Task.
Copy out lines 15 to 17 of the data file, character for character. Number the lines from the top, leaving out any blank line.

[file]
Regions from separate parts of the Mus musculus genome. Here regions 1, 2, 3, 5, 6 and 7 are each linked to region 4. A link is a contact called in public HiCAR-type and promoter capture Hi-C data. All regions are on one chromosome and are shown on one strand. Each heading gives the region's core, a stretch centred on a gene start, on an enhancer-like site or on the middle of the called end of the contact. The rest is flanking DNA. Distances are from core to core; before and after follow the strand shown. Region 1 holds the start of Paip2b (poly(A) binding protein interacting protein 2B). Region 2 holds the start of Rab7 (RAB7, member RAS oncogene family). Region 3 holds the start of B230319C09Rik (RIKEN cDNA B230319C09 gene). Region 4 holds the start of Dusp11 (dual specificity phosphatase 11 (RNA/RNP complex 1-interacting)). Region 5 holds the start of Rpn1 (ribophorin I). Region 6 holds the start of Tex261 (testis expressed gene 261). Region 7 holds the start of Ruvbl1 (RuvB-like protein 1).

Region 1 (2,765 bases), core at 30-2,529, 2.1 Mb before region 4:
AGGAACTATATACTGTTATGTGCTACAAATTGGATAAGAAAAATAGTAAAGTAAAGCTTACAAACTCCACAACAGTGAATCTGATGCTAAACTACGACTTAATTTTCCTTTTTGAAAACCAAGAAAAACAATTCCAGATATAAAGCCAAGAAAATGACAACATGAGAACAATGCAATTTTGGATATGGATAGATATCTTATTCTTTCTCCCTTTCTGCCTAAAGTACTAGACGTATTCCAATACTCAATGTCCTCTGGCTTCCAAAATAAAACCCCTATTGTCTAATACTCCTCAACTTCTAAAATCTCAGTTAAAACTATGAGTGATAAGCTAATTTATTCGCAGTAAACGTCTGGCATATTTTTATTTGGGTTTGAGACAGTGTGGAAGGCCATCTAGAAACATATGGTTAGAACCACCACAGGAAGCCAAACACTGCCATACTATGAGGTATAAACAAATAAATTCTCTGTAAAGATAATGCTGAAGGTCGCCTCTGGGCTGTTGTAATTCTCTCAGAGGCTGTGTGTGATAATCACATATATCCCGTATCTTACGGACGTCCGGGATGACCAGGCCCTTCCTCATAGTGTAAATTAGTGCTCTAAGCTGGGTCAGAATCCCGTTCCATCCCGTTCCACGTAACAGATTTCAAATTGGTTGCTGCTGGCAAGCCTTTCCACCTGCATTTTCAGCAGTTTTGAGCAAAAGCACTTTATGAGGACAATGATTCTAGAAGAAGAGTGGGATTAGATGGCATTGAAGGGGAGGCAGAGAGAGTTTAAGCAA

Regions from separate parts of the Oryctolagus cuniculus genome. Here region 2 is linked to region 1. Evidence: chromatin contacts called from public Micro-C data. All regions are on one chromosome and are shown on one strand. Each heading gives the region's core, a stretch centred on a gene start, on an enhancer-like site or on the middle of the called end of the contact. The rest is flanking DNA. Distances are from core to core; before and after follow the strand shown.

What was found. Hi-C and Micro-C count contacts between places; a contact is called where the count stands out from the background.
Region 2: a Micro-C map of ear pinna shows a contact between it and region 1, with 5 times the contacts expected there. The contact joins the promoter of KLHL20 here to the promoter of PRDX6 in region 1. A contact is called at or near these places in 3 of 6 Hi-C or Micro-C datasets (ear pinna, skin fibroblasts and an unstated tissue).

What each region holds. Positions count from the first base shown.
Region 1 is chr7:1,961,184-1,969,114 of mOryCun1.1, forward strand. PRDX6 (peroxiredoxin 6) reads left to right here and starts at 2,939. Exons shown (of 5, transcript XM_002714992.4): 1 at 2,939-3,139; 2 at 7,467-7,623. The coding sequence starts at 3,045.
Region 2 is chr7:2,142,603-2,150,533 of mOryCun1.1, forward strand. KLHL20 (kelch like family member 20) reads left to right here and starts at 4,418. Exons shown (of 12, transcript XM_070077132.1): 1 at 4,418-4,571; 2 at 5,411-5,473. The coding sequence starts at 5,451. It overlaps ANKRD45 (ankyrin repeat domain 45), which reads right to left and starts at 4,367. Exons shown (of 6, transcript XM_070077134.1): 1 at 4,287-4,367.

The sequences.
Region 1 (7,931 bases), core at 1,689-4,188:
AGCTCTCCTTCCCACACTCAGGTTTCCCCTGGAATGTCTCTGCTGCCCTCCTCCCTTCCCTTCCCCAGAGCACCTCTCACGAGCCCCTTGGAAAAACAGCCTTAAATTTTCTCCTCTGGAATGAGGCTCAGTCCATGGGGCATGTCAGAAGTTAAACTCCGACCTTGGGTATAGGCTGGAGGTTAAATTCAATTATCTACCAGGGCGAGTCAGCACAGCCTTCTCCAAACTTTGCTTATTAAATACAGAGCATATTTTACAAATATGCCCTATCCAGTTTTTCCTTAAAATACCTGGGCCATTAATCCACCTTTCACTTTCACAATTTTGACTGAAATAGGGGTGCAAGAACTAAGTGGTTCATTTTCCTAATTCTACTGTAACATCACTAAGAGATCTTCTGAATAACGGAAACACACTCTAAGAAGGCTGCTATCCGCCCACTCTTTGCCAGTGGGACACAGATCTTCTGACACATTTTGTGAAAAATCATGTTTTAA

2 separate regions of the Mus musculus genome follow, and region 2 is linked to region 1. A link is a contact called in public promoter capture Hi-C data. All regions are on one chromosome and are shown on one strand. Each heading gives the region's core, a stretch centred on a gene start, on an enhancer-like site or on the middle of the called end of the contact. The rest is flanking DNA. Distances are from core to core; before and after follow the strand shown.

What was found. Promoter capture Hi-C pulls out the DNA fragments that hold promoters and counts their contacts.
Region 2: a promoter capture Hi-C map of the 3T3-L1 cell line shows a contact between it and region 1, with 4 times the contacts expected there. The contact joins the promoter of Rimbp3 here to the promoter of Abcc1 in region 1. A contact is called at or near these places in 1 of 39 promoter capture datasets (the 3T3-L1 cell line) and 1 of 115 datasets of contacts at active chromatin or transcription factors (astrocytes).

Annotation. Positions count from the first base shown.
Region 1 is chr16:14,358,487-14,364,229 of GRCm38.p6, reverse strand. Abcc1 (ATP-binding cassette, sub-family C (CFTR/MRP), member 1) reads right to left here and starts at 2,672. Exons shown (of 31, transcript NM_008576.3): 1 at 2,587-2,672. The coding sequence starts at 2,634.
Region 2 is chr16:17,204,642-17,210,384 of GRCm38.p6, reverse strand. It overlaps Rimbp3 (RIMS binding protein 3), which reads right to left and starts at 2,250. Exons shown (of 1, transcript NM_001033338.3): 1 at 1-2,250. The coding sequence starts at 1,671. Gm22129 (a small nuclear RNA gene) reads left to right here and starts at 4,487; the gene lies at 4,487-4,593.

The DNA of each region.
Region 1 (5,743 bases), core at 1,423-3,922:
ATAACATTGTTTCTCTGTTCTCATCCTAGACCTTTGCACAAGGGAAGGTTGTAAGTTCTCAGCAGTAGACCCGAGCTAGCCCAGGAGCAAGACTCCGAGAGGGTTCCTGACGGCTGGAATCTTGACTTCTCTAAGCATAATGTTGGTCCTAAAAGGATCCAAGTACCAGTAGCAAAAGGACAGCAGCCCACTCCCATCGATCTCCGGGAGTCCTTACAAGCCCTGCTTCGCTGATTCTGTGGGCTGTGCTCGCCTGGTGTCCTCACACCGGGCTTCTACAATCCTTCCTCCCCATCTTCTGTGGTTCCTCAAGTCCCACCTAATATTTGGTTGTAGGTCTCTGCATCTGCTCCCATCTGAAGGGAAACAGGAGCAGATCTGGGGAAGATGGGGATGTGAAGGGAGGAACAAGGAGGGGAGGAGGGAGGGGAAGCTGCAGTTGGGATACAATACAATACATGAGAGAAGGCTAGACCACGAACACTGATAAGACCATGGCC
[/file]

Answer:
Region 2: a promoter capture Hi-C map of the 3T3-L1 cell line shows a contact between it and region 1, with 4 times the contacts expected there. The contact joins the promoter of Rimbp3 here to the promoter of Abcc1 in region 1. A contact is called at or near these places in 1 of 39 promoter capture datasets (the 3T3-L1 cell line) and 1 of 115 datasets of contacts at active chromatin or transcription factors (astrocytes).

Annotation. Positions count from the first base shown.
Region 1 is chr16:14,358,487-14,364,229 of GRCm38.p6, reverse strand. Abcc1 (ATP-binding cassette, sub-family C (CFTR/MRP), member 1) reads right to left here and starts at 2,672. Exons shown (of 31, transcript NM_008576.3): 1 at 2,587-2,672. The coding sequence starts at 2,634.